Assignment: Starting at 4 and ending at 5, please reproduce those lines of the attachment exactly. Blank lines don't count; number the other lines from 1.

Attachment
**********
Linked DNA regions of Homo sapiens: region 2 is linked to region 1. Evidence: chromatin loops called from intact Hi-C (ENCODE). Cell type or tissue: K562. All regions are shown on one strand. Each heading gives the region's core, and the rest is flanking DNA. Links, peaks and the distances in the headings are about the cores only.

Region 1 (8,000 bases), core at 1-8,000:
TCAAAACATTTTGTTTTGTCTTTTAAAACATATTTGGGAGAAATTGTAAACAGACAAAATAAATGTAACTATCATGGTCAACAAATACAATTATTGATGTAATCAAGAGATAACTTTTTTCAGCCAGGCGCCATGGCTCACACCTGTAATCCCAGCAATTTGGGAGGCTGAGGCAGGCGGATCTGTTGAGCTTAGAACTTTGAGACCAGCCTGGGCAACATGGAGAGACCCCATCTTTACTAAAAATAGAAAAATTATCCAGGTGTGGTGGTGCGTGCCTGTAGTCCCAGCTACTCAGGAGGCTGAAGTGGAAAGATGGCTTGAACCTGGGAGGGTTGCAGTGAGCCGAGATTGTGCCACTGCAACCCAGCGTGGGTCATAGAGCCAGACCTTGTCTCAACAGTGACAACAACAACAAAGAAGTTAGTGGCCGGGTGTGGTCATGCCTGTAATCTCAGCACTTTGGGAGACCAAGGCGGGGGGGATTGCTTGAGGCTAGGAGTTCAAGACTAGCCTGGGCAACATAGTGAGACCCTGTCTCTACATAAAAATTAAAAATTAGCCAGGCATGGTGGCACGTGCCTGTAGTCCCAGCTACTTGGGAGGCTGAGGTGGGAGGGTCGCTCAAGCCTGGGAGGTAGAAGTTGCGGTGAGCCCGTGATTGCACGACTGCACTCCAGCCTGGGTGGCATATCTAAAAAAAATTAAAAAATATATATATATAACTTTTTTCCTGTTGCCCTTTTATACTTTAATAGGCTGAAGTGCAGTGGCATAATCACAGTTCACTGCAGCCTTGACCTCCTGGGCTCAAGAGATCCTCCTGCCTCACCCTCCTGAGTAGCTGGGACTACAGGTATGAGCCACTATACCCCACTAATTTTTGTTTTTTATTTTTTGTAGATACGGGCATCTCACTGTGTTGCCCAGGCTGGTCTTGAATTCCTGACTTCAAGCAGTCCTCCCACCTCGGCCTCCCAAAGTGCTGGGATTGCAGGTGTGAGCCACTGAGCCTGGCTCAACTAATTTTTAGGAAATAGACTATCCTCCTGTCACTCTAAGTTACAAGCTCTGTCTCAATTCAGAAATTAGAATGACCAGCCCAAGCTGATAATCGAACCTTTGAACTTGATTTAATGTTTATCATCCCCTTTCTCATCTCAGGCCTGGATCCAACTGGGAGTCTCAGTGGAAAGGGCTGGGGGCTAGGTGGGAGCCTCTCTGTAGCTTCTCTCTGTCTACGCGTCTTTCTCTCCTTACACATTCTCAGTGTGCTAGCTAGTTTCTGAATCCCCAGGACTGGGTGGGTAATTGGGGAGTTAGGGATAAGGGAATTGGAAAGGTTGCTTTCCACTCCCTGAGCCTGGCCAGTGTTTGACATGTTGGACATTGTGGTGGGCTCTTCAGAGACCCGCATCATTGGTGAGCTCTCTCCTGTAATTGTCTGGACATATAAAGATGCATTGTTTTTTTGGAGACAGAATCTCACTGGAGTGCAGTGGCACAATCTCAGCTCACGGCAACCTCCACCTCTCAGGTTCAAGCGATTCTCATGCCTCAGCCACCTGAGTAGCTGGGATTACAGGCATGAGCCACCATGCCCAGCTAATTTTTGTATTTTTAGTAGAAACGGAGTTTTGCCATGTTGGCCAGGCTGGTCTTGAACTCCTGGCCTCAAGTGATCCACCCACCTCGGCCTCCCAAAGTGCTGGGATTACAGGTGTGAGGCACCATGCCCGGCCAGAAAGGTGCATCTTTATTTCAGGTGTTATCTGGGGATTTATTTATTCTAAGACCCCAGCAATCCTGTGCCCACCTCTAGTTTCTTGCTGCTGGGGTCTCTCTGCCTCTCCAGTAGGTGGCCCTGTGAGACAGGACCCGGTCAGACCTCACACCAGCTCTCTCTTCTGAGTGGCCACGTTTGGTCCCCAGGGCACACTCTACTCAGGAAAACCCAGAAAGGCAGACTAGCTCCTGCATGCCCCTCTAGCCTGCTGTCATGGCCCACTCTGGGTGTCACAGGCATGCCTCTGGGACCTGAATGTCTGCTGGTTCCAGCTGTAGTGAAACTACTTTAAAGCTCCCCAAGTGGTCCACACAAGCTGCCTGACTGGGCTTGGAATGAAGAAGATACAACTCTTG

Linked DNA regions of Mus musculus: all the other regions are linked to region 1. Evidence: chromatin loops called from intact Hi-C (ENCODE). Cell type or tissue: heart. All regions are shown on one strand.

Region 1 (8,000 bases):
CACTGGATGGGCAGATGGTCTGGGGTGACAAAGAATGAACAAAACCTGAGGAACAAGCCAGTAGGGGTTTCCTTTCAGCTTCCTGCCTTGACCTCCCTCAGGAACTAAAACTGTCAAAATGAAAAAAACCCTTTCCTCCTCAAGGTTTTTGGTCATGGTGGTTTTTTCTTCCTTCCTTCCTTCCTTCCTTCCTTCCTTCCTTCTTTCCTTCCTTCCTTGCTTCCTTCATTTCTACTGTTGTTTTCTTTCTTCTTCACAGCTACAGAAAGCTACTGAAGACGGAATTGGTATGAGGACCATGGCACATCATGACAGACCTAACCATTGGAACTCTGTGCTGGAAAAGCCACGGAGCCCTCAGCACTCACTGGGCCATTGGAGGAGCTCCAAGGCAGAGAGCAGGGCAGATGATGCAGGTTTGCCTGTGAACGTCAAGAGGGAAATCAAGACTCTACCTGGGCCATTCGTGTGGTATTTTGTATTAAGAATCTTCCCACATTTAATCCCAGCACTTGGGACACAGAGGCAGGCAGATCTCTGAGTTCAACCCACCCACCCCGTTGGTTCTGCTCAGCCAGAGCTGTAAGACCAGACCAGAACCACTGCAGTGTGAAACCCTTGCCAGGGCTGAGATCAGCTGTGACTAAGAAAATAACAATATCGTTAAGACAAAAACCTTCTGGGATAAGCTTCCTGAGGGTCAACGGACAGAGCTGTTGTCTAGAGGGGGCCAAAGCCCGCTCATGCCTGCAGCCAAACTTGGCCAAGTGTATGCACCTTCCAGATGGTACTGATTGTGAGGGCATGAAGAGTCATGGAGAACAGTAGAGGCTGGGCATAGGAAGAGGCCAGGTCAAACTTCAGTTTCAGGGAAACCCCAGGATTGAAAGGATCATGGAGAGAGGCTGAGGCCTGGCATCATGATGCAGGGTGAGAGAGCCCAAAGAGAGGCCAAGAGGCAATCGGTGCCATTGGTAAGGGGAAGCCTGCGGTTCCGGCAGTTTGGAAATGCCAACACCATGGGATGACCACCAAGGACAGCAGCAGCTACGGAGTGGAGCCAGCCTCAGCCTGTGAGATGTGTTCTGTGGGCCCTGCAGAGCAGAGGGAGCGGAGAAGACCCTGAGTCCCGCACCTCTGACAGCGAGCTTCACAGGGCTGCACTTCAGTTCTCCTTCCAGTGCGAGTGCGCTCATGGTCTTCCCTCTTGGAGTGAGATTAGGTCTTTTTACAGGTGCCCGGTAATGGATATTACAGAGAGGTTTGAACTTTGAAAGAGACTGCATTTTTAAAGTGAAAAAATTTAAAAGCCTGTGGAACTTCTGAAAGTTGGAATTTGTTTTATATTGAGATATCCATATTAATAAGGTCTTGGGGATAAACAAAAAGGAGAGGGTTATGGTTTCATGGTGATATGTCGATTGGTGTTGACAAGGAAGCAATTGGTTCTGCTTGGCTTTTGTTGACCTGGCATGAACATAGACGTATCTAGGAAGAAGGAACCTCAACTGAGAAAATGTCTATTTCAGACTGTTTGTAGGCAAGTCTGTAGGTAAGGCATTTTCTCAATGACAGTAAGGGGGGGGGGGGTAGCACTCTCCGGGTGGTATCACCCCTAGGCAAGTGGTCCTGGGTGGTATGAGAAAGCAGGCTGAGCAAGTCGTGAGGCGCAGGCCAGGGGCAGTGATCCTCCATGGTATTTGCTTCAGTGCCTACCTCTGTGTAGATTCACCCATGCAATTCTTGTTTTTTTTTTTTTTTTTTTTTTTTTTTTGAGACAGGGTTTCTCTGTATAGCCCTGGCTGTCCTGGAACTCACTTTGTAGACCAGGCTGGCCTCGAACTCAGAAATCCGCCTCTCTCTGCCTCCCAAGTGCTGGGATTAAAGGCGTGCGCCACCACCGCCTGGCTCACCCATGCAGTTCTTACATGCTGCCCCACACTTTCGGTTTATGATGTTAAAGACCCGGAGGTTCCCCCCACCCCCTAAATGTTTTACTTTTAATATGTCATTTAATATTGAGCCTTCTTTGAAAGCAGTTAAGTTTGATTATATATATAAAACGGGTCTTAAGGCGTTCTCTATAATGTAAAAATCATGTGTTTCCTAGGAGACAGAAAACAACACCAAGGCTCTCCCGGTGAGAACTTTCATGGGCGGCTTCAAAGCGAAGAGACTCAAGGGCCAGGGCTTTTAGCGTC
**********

Linked DNA regions of Mus musculus: all the other regions are linked to region 1. Evidence: chromatin loops called from intact Hi-C (ENCODE). Cell type or tissue: heart. All regions are shown on one strand.

Region 1 (8,000 bases):